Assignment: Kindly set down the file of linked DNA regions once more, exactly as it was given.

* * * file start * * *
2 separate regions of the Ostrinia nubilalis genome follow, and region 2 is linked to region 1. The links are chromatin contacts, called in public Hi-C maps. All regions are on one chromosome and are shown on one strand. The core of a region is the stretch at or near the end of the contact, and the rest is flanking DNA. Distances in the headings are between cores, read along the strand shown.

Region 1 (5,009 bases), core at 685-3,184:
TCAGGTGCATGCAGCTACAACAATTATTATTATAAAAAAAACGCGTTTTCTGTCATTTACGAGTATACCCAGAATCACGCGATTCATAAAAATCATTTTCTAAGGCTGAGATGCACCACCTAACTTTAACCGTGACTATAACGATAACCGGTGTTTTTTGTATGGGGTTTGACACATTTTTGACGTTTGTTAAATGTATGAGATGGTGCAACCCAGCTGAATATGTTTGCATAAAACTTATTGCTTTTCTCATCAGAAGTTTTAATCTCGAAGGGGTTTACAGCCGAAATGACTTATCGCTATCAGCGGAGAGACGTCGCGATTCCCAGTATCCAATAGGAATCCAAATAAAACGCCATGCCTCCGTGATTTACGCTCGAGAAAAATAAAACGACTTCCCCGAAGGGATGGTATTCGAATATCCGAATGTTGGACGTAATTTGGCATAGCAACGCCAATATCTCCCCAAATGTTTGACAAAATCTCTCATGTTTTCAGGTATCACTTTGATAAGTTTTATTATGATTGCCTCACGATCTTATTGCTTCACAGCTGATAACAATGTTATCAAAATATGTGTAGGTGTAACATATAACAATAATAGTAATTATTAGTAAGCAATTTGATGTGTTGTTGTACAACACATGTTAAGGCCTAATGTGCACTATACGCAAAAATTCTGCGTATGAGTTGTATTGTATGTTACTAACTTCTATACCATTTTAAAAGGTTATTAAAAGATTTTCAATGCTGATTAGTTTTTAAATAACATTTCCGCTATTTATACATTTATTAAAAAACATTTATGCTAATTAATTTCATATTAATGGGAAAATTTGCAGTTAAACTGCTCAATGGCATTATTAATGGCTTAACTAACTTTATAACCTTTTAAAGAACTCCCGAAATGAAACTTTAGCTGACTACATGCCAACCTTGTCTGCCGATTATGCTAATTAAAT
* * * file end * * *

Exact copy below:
2 separate regions of the Ostrinia nubilalis genome follow, and region 2 is linked to region 1. The links are chromatin contacts, called in public Hi-C maps. All regions are on one chromosome and are shown on one strand. The core of a region is the stretch at or near the end of the contact, and the rest is flanking DNA. Distances in the headings are between cores, read along the strand shown.

Region 1 (5,009 bases), core at 685-3,184:
TCAGGTGCATGCAGCTACAACAATTATTATTATAAAAAAAACGCGTTTTCTGTCATTTACGAGTATACCCAGAATCACGCGATTCATAAAAATCATTTTCTAAGGCTGAGATGCACCACCTAACTTTAACCGTGACTATAACGATAACCGGTGTTTTTTGTATGGGGTTTGACACATTTTTGACGTTTGTTAAATGTATGAGATGGTGCAACCCAGCTGAATATGTTTGCATAAAACTTATTGCTTTTCTCATCAGAAGTTTTAATCTCGAAGGGGTTTACAGCCGAAATGACTTATCGCTATCAGCGGAGAGACGTCGCGATTCCCAGTATCCAATAGGAATCCAAATAAAACGCCATGCCTCCGTGATTTACGCTCGAGAAAAATAAAACGACTTCCCCGAAGGGATGGTATTCGAATATCCGAATGTTGGACGTAATTTGGCATAGCAACGCCAATATCTCCCCAAATGTTTGACAAAATCTCTCATGTTTTCAGGTATCACTTTGATAAGTTTTATTATGATTGCCTCACGATCTTATTGCTTCACAGCTGATAACAATGTTATCAAAATATGTGTAGGTGTAACATATAACAATAATAGTAATTATTAGTAAGCAATTTGATGTGTTGTTGTACAACACATGTTAAGGCCTAATGTGCACTATACGCAAAAATTCTGCGTATGAGTTGTATTGTATGTTACTAACTTCTATACCATTTTAAAAGGTTATTAAAAGATTTTCAATGCTGATTAGTTTTTAAATAACATTTCCGCTATTTATACATTTATTAAAAAACATTTATGCTAATTAATTTCATATTAATGGGAAAATTTGCAGTTAAACTGCTCAATGGCATTATTAATGGCTTAACTAACTTTATAACCTTTTAAAGAACTCCCGAAATGAAACTTTAGCTGACTACATGCCAACCTTGTCTGCCGATTATGCTAATTAAAT